The World Wide Religious Web for Wednesday, January 18, 2012

NO. Is the Era of Big Religion Over?

We might best describe the state of American religion today as “robust but confusing.” Relative youths are having a harder time navigating it than past generations. Pew tells us that “Among Americans ages 18-29, one-in-four say they are not currently affiliated with any particular religion.”

They may continue to go without religion, as the Greg Pauls of this world confidently predict. But the safer bet is that as they marry and have children at least some of these secular Americans will be calling on the assistance of a higher power.

THE STRANGENESS OF OUR AGE: Justice without Foundations?

What is so strange about our age is that demands for respecting human rights and human dignity are increasing even as the foundations for those demands are disappearing. In particular, beliefs in man as a creature made in the image of God, or an animal with a rational soul, are being replaced by a scientific materialism that undermines what is noble and special about man, and by doctrines of relativism that deny the objective morality required to undergird human dignity. How do we account for the widening gap between metaphysics and morals today? How do we explain “justice without foundations” — a virtue that seems to exist like a table without legs, suspended in mid-air? What is holding up the central moral beliefs of our times?

RELATED: God Matters: Ethical Theory and Divine Law.


The upshot of all this is that perhaps it is time for Republican candidates to stop using Christianity as a club to beat up democratic opponents, or latte-sipping, environmentalist and feminist college professors like me, and start using it as a rigorous task master of their own behavior. And that it is also time for serious Christians to ask themselves if the public displays of their religion by politicians actually further its public presence—or make Christianity’s spiritual demands seem trivial to non-existent.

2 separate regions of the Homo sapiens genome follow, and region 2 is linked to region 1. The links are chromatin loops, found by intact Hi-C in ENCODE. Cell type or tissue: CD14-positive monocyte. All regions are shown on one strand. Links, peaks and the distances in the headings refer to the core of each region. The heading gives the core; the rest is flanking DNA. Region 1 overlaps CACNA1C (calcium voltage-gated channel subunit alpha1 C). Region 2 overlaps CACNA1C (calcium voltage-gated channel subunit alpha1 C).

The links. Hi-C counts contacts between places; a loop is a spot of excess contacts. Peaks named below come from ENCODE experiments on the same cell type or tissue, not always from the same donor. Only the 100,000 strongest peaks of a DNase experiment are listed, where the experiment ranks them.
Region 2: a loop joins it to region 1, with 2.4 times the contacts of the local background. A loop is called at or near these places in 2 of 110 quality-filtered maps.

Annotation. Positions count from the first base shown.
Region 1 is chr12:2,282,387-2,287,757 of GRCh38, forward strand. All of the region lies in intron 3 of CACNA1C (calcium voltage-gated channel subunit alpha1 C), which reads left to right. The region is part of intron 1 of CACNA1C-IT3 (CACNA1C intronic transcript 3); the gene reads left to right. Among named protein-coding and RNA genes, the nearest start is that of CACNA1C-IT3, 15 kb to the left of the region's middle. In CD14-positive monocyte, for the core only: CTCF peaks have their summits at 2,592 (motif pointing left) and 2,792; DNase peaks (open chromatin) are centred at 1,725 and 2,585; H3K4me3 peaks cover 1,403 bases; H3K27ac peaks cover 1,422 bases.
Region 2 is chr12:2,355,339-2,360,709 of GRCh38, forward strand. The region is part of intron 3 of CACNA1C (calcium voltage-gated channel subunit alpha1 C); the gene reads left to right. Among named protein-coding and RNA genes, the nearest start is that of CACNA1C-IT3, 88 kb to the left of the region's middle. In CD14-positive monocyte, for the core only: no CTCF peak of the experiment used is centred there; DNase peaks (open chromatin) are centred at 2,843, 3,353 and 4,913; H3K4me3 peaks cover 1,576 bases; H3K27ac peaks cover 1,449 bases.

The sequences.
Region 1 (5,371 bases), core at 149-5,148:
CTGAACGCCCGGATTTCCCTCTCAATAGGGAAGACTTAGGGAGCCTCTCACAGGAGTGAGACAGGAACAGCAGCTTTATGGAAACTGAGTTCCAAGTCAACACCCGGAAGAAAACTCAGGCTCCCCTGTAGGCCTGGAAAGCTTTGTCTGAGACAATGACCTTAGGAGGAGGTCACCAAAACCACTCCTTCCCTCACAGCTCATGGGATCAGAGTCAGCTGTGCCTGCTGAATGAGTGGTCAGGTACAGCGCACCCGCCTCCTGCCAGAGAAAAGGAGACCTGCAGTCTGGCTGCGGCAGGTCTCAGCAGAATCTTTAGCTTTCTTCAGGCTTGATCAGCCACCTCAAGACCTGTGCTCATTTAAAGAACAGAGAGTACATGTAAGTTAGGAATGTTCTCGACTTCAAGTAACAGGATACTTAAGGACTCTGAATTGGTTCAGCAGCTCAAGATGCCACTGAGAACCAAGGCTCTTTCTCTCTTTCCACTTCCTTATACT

INTERESTING. BUT DOES THEOLOGY MATTER FOR POLITICS? The Theological Differences Behind Evangelical Unease With Romney.

Mormons consider themselves Christians — as denoted in the church’s name, the Church of Jesus Christ of Latter-day Saints. Yet the theological differences between Mormonism and traditional Christianity are so fundamental, experts in both say, that they encompass the very understanding of God and Jesus, what counts as Scripture and what happens when people die.

GOOD QUESTION: How Many Evangelicals Actually Lead?

But beyond the politics, this is an unusual opportunity to see whether the people the media reports usually describe as “conservative Christian leaders” are actual leaders. No question that some of the attendees at the weekend event were well-known spokesmen. And that they get quoted plenty.

But how many people do they actually lead?

RELATED: “Why Last Saturday’s Conclave of Evangelical Leaders Was Dangerous.”

AMERICA IS A “MORAL ENTERPRISE,” BUT WHOSE MORALITY? Obama and Santorum: A Clarifying Contrast.

This is why I think a general election contest between Obama and Santorum, though it appears increasingly unlikely at this point in the primary season, would be good for the country. Yes, it would probably exacerbate the culture wars, but it could also provide a wonderful forum for debate and conversation about what it means for the United States, or any nation for that matter, to be a “moral enterprise.”

CREATED EQUAL: America the Biblical.

The Bible tells a very different story.  Here, too, humans are created out of clay; but the cosmology is radically different.  In the Bible, ordinary men and women are not created to labor for the benefit of others.  From every fruit-bearing tree and seed-bearing herb, God provides food to all of his children, telling them to be fruitful and multiply and giving them dominion over the earth.  God gives possession of the world directly to people in general; not to a king, aristocracy, or temple.

UNINTENDED CONSEQUENCES: Counterterrorism Laws Hamper Humanitarian Aid.

Under counterterrorism laws introduced after the September 11 terrorist attacks, humanitarian groups cannot provide aid that supports or gives resources to terrorists. But in places like Gaza, where the United States has classified local leaders as terrorists, most forms of aid will benefit these leaders. Thus humanitarian NGOS working in such places face the possibility of losing funding or even being labeled as criminals.

A REALIST REPLY TO NOMINALISM: About “judging God’s morality.”

I said everyone judges God’s morality—unless they are a nominalist. I don’t really know what to say to a nominalist except that I don’t really know how you can believe a being, even the supreme being of the universe, is worshipful just for existing. It seems to me that is to baptize naked power as worshipful.

What I get from the Bible is that God is worshipful because he is good. Yes, also because he is all powerful and holy.  But it’s a package deal. Take away goodness and he wouldn’t be worshipful. That’s how I understand Psalm 106 and Psalm 118.

WHAT ABOUT HIS THEOLOGY? Learning from John Wesley. Kevin DeYoung is a Calvinist, so it’s good to see him saying anything about John Wesley.

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